More Nation of Islam madness...
By KITTY CAPARELLA
THEY MANIPULATED politicians.
They misused government funds.
They extorted businesses.
They ripped off drug dealers.
And they claimed investigators were racists and anti-Islam.
Sound like the ongoing public corruption investigation?
That was the controversial, violent Black Mafia of 30-some years ago, which provided the fertile seedbed for a crop of crooks being harvested by law enforcement today.
At least three men in the current probe - Muslim cleric Shamsud-din Ali, Dawud Bey and Eugene Hearn, known as Fareed Ahmed - can trace their roots to the Black Mafia.
Ali and Bey were convicted in related cases this year, and Ahmed was identified by authorities as a "person of interest" regarding city-related contracts.
The trio are cited in Black Brothers Inc., The Violent Rise and Fall of Philadelphia's Black Mafia, a $14.95 book released today by Milo Books Ltd. of Great Britain.
Author Sean Patrick Griffin has delivered a richly detailed narrative of the murderous history of the city's first African-American crime syndicate, initially ignored by law enforcement.
The Black Mafia emerged from violent gangs amidst the racial turmoil of the mid-1960s. Its membership grew to 200 members and 100 associates in 1974. Then, prosecutions followed through the mid-1980s.
Griffin, an ex-Philly cop-turned-criminology professor at Pennsylvania State University in Abington, drew on hundreds of interviews, court records, documents, news accounts and confidential law-enforcement files to document his 461-page account, which has 117 pages of footnotes and 72 photos and illustrations.
The prof even obtained the FBI file of the late Black Mafia "godfather" Jeremiah Shabazz, onetime minister of Temple No. 12 in the Nation of Islam, who protected the gangsters in his so-called "hoodlum temple." Shabazz was never arrested.
In appendices devoted to the current probe, Griffin described how Ali, Hearn and others - on the street and in jail - continue to impact the city, its politics and generations of young African- Americans, such as Bey, the son of a deceased Black Mafia founder, Roosevelt "Spooks" Fitzgerald, known as Roosevelt Bey.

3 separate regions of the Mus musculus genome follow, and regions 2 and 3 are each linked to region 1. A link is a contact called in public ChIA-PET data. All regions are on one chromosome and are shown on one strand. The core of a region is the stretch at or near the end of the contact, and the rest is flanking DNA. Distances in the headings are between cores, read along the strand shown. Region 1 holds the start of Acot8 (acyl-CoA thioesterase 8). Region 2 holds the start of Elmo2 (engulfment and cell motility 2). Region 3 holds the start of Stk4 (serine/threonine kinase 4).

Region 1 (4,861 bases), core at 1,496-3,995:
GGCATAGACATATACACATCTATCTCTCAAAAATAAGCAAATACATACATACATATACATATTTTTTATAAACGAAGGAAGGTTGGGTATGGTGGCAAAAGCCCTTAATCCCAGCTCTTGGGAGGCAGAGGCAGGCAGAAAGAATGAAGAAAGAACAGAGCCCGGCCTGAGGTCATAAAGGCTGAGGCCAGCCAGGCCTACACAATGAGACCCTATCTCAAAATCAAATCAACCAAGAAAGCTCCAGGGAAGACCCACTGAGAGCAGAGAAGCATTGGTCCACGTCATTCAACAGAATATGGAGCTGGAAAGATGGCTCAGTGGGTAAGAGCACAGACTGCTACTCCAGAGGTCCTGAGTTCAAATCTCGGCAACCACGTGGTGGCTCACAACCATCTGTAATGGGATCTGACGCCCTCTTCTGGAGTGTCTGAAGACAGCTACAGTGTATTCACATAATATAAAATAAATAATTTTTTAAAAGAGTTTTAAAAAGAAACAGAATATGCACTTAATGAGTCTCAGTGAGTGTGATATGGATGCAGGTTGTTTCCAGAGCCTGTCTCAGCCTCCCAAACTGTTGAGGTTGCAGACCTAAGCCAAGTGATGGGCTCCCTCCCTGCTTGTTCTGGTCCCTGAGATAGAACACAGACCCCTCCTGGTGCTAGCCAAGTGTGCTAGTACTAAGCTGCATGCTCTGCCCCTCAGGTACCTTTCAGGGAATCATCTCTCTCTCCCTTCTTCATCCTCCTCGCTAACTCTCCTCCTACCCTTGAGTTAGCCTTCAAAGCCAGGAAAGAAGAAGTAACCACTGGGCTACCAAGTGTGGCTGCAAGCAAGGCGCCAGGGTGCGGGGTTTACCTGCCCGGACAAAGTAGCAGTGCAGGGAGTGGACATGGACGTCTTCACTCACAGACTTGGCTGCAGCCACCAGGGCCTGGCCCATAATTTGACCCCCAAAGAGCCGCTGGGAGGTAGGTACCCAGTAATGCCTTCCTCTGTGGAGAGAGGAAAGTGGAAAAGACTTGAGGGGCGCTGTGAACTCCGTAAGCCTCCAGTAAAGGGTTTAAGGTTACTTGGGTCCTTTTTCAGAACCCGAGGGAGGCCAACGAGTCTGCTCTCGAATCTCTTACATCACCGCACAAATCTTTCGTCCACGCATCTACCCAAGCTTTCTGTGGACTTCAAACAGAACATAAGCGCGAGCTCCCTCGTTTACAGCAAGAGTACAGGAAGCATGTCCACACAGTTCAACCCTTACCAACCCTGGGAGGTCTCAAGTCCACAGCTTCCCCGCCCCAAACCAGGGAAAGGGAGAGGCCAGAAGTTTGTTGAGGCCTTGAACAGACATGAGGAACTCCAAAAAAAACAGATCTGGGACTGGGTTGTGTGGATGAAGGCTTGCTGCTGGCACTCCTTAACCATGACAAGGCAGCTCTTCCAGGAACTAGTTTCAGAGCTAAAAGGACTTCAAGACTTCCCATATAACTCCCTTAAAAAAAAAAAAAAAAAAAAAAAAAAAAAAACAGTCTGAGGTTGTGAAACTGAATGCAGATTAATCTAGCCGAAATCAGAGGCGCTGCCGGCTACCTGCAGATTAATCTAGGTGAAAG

Sons and nephews of the Black Mafia created the Junior Black Mafia in the late 1980s. They, in turn, influenced Ram Squad, which morphed into the 20-member Kaboni Savage-Gerald Thomas drug network, indicted last year. Bey pleaded guilty on Feb. 7 to federal drug charges in the Savage-Thomas case.
Griffin called the Black Mafia, which was responsible for more than 40 murders, the "most ruthless, malevolent killers ever spawned in the U.S., who became untouchable because no one dared testify against them."
A photo of the headless corpse of George "Bo" Abney, a major drug dealer who failed to pay enough Black Mafia street tax is included in the book.
Initially, gang members ripped off crap games, shook down drug dealers and committed other crimes, honing ruthless, violent reputations mainly in South Philadelphia.
By 1968, Sam Christian, Eugene "Bo" Baynes, Ronald Harvey, Robert "Nudie" Mims, Fitz-gerald and nine others adopted the name Black Mafia and were enlisting recruits.
With Christian's OK, Baynes was soon conducting meetings for 40 to 60 members. A secretary took minutes at rotating locations. Rules and procedures were established, including a mandatory oath never to divulge information to law enforcement. Members even adopted procedures for applying for government funds, according to Griffin.
Squads were organized for murders, drug trafficking, extortions, armored-car robberies, loan-sharking, numbers and credit- card scams.
Protected by pols, dirty lawyers and community leaders, they worked and sparred with the Italian La Cosa Nostra, the Irish K&A Gang and New York-based Frank Matthews, one of the nation's largest narcotics dealers with a distribution network in 21 states.
Between 1972-1974, the Drug Enforcement Administration estimated the Black Mafia controlled 60 percent of the heroin trade in the city.